The main objectives of this study are, first, to identify the user circular behaviors that could be independently performed by an individual user of a product (either by themselves or through a service) without needing to interact with other users (these behaviors will be referred to as independent user circular behaviors); then, to identify the barriers and the motivators of those behaviors. However, the only consumer products considered in this study are shopping products, such as electronics, clothing, and furniture [13,14] that are acquired within a product-oriented or pure product business model [15]. Furthermore, the scope of this research is limited to user circular behaviors carried out during use or at the end of the product lifecycle. In other words, circular behaviors exhibited by the user during the purchasing of the product are out of the scope of this study (Figure 1) as they are primarily influenced by factors beyond product design (e.g., marketing, packaging, and labeling) [6]. As far as the authors are aware, no previous study has delineated these essential user circular behaviors. Additionally, the extraction (from the literature), the synthesis, and the categorization of the motivators and barriers to these behaviors will also be an original contribution to the expanding knowledge of the Circular Economy and its related strategies and practices. The outcomes of this study should help designers and business strategists envision and realize novel, circular value-creating, and value-capturing ideas.
The remainder of this paper is structured as follows. Section 2 presents a review of the literature outlining Circular Economy strategies, circular business models, and the associated user circular behaviors within the overall scheme of a circular system. Section 3 illustrates the methods employed to identify the independent user circular behaviors, their motivators, and the barriers that would discourage or prevent users from performing them. Section 4 presents the results of the study and the discussion of the results. Finally, in Section 5, the paper concludes with a recap of the results, remarks on their significance and the contributions of this study, an acknowledgment of a limitation to the study, and interesting ideas for future research.

2. Literature Review

In this section, key literature on circular strategies, relevant circular business models, and related user circular behaviors is critically reviewed. The first subsection discusses circular behaviors related to R frameworks, particularly the renowned 9R framework (around which the writing of this subsection is organized). In the second subsection, two essential user circular behaviors beyond the 9R framework are discussed.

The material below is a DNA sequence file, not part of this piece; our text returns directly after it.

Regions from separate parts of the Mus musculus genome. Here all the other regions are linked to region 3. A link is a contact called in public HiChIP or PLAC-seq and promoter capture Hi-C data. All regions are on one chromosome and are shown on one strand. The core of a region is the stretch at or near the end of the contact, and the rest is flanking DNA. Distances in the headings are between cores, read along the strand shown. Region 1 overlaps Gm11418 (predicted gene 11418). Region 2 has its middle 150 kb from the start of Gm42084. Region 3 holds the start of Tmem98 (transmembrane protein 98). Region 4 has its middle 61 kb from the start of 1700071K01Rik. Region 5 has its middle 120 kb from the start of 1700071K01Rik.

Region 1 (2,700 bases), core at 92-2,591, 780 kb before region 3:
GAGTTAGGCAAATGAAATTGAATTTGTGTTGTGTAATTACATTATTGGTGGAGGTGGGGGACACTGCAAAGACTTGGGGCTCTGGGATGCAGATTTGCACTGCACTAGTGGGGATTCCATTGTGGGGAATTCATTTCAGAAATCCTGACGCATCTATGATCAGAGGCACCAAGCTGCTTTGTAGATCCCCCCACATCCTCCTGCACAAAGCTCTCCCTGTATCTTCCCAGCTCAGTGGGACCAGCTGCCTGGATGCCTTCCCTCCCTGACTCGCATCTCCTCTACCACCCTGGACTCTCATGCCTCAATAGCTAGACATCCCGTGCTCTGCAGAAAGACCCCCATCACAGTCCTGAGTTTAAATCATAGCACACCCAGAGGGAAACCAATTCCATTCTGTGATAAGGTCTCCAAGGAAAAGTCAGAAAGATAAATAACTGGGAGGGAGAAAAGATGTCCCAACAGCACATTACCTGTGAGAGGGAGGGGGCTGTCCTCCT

2.1. Behaviors Related to the R Frameworks

The main strategies in a circular economy have been depicted by several R frameworks, which are viewed by many authors as practical guides for a Circular Economy and have been used in academia as well as the industry. Among those, the most prominent framework is the 3R framework, which illustrates Circular Economy as a combination of reduce, reuse, and recycle. Another framework is the 4R framework, which encompasses the previous 3Rs in addition to ‘recover’. A more comprehensive framework, however, is the well-known and frequently cited 9R framework [3]. It first appeared in an article that aimed to discuss the challenges of transitioning to a circular economy in the Netherlands. The author outlined what she called the nine levels of circularity, descending from high to low levels of priority. These were namely: refuse, reduce, reuse, repair, refurbish, remanufacture, repurpose, recycle, and recover [16]. The framework was then adapted by Potting et al. [17], who added ‘rethink’ to the strategies outlined by Cramer. Thus, in total, the framework encompasses 10 strategies; but, the first strategy, ‘refuse’, is coded as R0, whereas the last strategy, ‘recover’, is coded as R9.
In the 9R framework (Figure 2), the last two strategies (recover and recycle) are about finding useful applications for the product materials. They are the last resorts in the waste hierarchy and the lowest levels of circularity [3,16]. Recycling involves converting products into raw materials and then chemically reprocessing them [18]. This requires the implementation of legislative stipulations and the employment of a waste management system at the country level to ensure the collection of the right volumes and types of recyclable materials from municipal waste and their transport to an industrial facility [19,20,21]. In this regard, users’ participation is essential for the success of the strategy as it increases the efficiency of the collection of end-of-life products [6]. Moreover, users are sometimes required to separate waste at home and then travel to specific recycling collection points to drop it off. On the other hand, recovery is basically the incineration of waste materials that cannot be recycled [18]. For that reason, it is regarded as a complementary strategy to recycling [22].